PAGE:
Yessir, really, I think that I will do just whatever it is that I want to at that particular time, it may not be right, it may be crazy, but like the song, "Girls just want to have fun!"!
'Cept Imma dude! :)

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Feb 10, 2017 13:04 |  #24

recrisp wrote in post #18269550 (external link)
but sometimes I personally take what I can get, it may not be a good shot, but some days are just so unproductive that I get antsy or so bored that I take shots that any sane person wouldn't.

I will go out on a limb and say I think most photographers do this just to see if something works that we don't initially see. I know for me personally most of my black and white images goes against everything I try to do when going out in the field (I call them mistakes or desperation shots) and they end up being my favorites and most popular with the people who follow my photography.


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Feb 10, 2017 14:31 as a reply to  @ Duane N's post |  #25

As Bob Ross would say, "Happy little accidents...".

Yeah, that is very true, I don't have many black and white shots but I do have many that would benefit from it for one reason or another, I get the point, for sure.

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Feb 10, 2017 14:38 |  #26

You know, one of the worst things I can think of when I get back home from shooting all day is to find that I have WAY TOO MANY good shots. Yeah, I know, it sounds like I have a big head, but what I mean is, sometimes I am in the zone and everything falls together and I get good shot after good shot. Usually, (as previously mentioned) I will take a LOT of shots of the same thing and later if it's a good 'scene' I will pick the best out of the best and use the one that has the little nuance that wins. :) (All it takes is a really good life light in their eyes)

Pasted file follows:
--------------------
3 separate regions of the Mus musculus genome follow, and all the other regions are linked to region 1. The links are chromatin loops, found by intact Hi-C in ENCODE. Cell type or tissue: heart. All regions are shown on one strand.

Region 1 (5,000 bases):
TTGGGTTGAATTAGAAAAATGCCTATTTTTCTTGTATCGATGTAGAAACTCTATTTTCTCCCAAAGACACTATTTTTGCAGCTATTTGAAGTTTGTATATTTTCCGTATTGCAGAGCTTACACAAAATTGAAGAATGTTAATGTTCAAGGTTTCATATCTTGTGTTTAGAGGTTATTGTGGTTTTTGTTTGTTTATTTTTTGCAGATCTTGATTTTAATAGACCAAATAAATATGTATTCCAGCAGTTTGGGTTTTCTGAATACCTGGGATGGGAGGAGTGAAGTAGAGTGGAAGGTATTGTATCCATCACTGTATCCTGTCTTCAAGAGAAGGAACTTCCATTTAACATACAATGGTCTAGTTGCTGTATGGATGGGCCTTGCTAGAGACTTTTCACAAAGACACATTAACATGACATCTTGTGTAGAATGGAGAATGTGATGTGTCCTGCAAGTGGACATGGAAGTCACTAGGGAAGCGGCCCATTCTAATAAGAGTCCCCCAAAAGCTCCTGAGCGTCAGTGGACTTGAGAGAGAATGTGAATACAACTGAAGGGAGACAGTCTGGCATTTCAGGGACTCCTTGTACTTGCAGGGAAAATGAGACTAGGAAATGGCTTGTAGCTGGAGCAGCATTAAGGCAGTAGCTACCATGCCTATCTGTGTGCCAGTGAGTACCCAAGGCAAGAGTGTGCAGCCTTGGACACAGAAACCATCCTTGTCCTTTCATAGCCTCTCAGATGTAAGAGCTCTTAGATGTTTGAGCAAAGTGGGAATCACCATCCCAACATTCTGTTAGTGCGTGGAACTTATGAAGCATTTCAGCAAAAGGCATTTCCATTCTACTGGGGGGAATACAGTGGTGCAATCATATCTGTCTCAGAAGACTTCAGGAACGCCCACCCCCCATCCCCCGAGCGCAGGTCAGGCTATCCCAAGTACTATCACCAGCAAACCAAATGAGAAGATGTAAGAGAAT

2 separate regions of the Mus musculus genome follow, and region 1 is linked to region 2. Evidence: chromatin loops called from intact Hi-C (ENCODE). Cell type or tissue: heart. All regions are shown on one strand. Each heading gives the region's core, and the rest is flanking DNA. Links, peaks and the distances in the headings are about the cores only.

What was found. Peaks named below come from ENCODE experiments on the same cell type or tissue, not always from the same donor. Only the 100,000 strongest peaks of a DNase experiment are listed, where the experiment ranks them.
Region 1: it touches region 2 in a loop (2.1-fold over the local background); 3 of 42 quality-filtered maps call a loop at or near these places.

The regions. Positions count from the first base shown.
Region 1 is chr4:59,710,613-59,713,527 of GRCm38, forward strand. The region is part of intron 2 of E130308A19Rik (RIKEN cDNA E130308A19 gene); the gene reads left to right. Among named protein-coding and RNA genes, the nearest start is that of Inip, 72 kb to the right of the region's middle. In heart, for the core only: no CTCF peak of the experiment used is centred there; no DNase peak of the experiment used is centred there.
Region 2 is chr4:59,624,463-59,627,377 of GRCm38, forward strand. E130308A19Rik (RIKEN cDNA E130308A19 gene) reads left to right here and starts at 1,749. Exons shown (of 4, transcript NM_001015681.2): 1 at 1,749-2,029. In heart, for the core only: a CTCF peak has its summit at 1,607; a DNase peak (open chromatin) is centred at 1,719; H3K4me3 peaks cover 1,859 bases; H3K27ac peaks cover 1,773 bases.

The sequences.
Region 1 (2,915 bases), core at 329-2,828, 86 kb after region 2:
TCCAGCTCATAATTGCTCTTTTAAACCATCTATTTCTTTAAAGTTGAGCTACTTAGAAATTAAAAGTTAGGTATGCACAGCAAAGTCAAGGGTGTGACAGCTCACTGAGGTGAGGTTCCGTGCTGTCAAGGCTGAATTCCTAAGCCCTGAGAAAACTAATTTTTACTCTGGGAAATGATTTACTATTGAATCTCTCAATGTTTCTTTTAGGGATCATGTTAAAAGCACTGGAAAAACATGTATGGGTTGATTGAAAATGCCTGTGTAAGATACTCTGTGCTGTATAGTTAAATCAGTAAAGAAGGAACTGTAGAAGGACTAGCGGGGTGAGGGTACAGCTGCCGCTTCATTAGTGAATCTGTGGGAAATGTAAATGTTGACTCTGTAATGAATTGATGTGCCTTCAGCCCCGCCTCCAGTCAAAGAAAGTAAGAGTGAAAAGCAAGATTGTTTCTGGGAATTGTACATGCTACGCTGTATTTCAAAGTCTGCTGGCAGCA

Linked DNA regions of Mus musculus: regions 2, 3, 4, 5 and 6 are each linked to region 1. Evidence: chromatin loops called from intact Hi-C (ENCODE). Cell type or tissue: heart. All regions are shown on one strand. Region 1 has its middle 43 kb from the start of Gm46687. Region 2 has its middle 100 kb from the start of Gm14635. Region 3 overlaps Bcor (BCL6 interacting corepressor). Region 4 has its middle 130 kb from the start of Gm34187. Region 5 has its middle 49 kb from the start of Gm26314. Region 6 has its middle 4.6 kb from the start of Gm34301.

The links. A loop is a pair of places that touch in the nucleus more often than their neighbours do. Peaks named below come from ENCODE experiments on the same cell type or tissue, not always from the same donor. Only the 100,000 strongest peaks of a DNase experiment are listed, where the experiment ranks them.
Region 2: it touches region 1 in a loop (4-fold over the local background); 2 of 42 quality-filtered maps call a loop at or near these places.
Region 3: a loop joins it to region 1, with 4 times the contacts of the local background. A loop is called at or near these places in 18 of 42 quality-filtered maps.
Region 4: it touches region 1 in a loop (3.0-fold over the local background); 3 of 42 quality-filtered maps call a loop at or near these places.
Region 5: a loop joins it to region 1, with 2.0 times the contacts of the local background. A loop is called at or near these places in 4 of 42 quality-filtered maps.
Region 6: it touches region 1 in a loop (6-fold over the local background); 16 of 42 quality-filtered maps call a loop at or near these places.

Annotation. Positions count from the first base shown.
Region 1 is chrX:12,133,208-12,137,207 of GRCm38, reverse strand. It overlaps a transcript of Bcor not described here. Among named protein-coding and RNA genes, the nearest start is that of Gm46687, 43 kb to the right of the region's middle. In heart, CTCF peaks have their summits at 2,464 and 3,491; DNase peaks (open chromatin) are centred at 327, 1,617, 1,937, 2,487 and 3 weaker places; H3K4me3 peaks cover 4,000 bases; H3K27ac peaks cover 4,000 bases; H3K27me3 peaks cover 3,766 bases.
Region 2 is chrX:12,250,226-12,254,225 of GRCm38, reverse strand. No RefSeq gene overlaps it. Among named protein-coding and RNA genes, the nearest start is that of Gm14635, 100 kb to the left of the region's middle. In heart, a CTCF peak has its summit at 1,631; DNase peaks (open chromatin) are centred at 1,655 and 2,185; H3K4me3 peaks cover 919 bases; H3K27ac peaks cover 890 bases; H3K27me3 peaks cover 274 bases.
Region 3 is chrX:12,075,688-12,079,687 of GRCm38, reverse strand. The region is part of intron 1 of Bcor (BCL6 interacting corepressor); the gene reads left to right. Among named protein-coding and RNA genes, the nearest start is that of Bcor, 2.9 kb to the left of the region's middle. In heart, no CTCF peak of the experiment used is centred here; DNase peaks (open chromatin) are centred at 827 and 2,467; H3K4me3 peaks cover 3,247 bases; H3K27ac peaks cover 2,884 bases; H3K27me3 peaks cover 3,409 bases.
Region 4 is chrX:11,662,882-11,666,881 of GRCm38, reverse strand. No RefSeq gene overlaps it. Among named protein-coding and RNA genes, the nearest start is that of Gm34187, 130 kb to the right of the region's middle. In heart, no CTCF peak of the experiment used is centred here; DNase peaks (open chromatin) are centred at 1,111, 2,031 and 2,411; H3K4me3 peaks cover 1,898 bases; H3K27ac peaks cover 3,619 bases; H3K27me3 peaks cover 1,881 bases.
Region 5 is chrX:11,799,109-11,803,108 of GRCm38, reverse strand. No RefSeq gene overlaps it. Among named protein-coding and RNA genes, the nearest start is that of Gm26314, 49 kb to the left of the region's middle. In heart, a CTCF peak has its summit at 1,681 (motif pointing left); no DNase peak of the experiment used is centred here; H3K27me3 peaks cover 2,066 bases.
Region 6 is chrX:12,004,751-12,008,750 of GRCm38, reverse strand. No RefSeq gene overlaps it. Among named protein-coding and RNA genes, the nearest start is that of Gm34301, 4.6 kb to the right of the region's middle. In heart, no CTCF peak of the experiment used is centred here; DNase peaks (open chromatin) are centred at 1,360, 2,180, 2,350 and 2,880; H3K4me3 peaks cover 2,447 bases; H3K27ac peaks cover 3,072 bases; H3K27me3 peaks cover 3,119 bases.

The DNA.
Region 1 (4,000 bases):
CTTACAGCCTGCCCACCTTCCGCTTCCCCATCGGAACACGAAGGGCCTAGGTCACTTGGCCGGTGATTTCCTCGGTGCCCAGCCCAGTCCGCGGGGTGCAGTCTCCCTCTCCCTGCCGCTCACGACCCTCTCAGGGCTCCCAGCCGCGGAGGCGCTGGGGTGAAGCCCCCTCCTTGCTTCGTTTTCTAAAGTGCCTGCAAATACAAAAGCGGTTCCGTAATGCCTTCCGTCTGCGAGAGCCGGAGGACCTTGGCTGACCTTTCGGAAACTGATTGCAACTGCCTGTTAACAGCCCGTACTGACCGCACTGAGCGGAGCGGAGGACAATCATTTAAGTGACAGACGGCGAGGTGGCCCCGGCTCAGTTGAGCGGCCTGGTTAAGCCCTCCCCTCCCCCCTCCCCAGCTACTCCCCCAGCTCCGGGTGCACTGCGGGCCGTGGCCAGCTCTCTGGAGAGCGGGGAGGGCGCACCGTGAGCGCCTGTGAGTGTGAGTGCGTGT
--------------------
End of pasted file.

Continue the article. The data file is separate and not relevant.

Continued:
Still, I am having a LOT of fun when I do this, I can chimp and (think I) see good shots but I keep on shooting anyway, later I kind of regret that some because of the repetitiveness of the shots, but like I said, I am having fun.

Really now that I am saying all of this I am thinking about placing myself under a specialist's care in a mental asylum... :) It's really all starting to come out now...

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Feb 10, 2017 14:43 |  #27

This topic really got me thinking a lot on how I approach photographing wildlife and although I have a "plan" when I head out it doesn't always work out the way I had planned and just adjust to the situation. It's also given me something to think about and not just focus on one thing which in many cases can end up with something new and/or interesting.

Can I hitch a ride with you to the asylum....I think I need some help also but it sure is fun when everything works out with what you're photographing and you come home with too many to process. :-D


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Feb 10, 2017 15:40 |  #28

recrisp wrote in post #18269778 (external link)
Usually, (as previously mentioned) I will take a LOT of shots of the same thing and later if it's a good 'scene' I will pick the best out of the best and use the one that has the little nuance that wins. :) (All it takes is a really good life light in their eyes)

.
That there - when that happens - it is really good stuff!

Th mental / visual process of looking through a lot of similar images is a really good exercise, because, as you say, you are searching for that one little nuance. When you do this a lot, it helps you to better understand what makes one photo better than another, and then after doing it enough you begin to recognize these things more readily, and eventually you can "see" them when you are afield, looking at the birds through the viewfinder........and thereby capture more interesting photos when you are out shooting.